Q: Alaska is described as beautiful, but is this only because Pudge was the one describing her and he was in love with her?

That’s a really important question. 

One of the challenges of reading a novel that’s written in the first person is that you have to decide how much to trust the narrator. In Catcher in the Rye, for instance, Holden Caulfield shows you over and over again that he is an inveterate liar, but for some reason you still kind of suspect that he is telling you the truth. In other novels (American Psycho comes to mind), the narrator is clearly unreliable.

In Alaska, I think Pudge is trying his best to be accurate to his experience and memory, but it’s also clear he is writing all this down at some point in the future. From the structure of the novel and from a few moments of foreshadowing, I think it’s pretty clear by the end of the book that he knew about Alaska’s death before he started telling the story. And when you look back at the dead, I think they are inevitably more beautiful. Plus, you’re absolutely right that when you’re romantically enthralled with someone, you see that person as more beautiful than other people might. So I think Pudge’s descriptions of her beauty are probably shaped by his memory and his experience. (And while some other people—Takumi and Jake for instance—also find her physically attractive, the Weekday Warriors never express much physical attraction to her.)

Q: Since Pudge misimagined Alaska, do you believe that people who ship them are misimagining her as well?

Not necessarily. Stories belong to their readers, and if I did my job, there are a bunch of different good readings of the book. But I think there’s a strong case to be made from the story that Pudge and Alaska really loved each other and were in many ways suited to each other. Obviously, one wishes that Pudge could’ve understood the seriousness of Alaska’s pain earlier, and that Alaska could’ve done a better job of reaching out to him. But when I think about those two characters, I never think of them as merely manipulative or merely misimagining. To me, they’re people. Young people, no less.
It’s very hard to love someone well, especially when you are doing it for the first time.

 

Q: Did Takumi have a crush on Lara?

I am going to be totally honest with you:

You have to remember I wrote this book a long time ago. I remember there being a moment near the end of the story when Takumi and Lara are holding hands, but it’s possible that 1. I wrote it and then later cut it, or that 2. I never wrote it but imagined it or that 3. I neither wrote nor imagined it but saw it in the movie script and liked it, or 4. that I read it in some fan fiction. Anyway, I can’t even tell you guys if it’s canon because I don’t remember. But it’s not canon just because I mentioned it in this answer. The text of the novel is the only source material for the novel! BBTTR! etc.

 

Q: Does Alaska have a mood disorder?

I’m not a psychiatrist, so I’m not going to take a guess at that. I think Alaska is clearly struggling and in a lot of pain, though. And I think it’s particularly difficult for her because she feels alone in that pain, which is what really (in my experience, anyway) makes suffering unbearable and makes one experience real despair.

But the weird thing about depression is that it tends to further isolate you from people, thereby making it ever-harder for anyone to bridge the gap and really hear you in the way you need to be heard. So it becomes progressively more difficult to feel that you aren’t alone with your pain, which can make the despair feel permanent and unsolvable.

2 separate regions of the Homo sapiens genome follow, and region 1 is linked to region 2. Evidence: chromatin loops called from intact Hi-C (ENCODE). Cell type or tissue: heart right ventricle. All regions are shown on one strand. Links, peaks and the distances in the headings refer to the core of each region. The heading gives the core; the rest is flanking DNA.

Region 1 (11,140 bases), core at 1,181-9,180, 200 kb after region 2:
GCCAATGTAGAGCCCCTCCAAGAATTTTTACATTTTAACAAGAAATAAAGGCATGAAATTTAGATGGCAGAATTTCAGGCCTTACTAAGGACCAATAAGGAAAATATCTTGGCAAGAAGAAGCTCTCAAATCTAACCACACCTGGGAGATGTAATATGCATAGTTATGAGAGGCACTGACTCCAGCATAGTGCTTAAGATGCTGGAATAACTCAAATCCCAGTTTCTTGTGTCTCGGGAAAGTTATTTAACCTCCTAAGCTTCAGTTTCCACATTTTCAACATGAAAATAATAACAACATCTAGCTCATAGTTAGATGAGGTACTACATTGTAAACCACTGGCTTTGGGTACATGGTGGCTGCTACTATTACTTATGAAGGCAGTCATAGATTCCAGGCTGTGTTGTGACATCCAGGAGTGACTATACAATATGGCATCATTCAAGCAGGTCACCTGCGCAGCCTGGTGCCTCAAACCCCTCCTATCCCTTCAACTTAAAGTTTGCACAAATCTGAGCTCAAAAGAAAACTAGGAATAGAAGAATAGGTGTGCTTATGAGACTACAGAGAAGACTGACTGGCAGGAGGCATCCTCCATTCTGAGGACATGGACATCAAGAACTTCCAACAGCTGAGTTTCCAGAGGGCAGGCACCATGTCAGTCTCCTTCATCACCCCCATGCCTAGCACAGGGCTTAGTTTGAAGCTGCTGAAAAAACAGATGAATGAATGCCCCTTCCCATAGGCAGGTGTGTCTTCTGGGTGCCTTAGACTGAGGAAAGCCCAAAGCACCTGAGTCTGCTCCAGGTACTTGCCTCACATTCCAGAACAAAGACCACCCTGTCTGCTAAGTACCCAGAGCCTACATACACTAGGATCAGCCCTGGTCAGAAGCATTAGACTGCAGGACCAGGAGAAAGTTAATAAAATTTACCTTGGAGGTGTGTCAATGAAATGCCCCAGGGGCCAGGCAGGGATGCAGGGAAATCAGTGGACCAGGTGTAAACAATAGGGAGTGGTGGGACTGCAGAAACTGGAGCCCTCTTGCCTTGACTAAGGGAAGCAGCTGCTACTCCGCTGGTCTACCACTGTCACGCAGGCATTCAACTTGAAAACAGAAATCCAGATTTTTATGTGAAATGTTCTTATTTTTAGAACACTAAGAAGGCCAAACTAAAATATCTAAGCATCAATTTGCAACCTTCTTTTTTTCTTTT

This is the most insidious thing about depression, I think: It makes itself more powerful by dragging you away from the world outside of yourself. So I don’t want to diagnose Alaska, but certainly she lives with terrible pain, and I think she clearly feels isolated by it, and I wanted to try to reflect that in the phenomenon in the story.

 

Q: What color was Alaska’s hair?

The same dark mahogany color of her coffin, according to Pudge.

Q: Can you relate to the character of Alaska?

 Sure. I was pretty reckless when I was in high school, and I have periodically lived with depression, and I really struggled against self-destructive impulses. But there are also of course a lot of ways in which I wasn’t like Alaska. I wasn’t living with grief the way she was, and I also had a better support network. (Also, I wasn’t a girl.)
I also never drove drunk. Driving drunk always seemed really crazy to me because you could hurt someone else. Of course, what I never thought through in high school was that when I hurt myself, I was also hurting other people, especially the people (like my parents) who loved me the most.

 

Q: Alaska’s belief that she indirectly killed her mother seems gimmicky. How would Alaska be different if both her parents had still been alive?

Fair enough; it is a little gimmicky. (Such things happen, though.) Bear in mind that Alaska didn’t kill her mother. Guilt is a very common response to the loss of a parent or loved one. One always feels that something should’ve been done, and the worst of it is when something actually should’ve been done, but didn’t get done because you are just a regular human being and screw up a million times a day in a million little ways.

That’s really what I was trying to get at: The universe is very capricious in the way that it punishes negligence. Usually, you don’t die if texting while driving. Occasionally, you do. As to your question, it’s so hard to speculate, even with fictional characters, about how their lives would be different if you removed central experiences. From my perspective, Alaska had some pretty serious emotional problems that weren’t about her mother but instead were probably about the way her brain was wired. But all that stuff is so interdependent. One of the reasons I find therapy so useful and interesting is that you can’t really separate nature from nurture.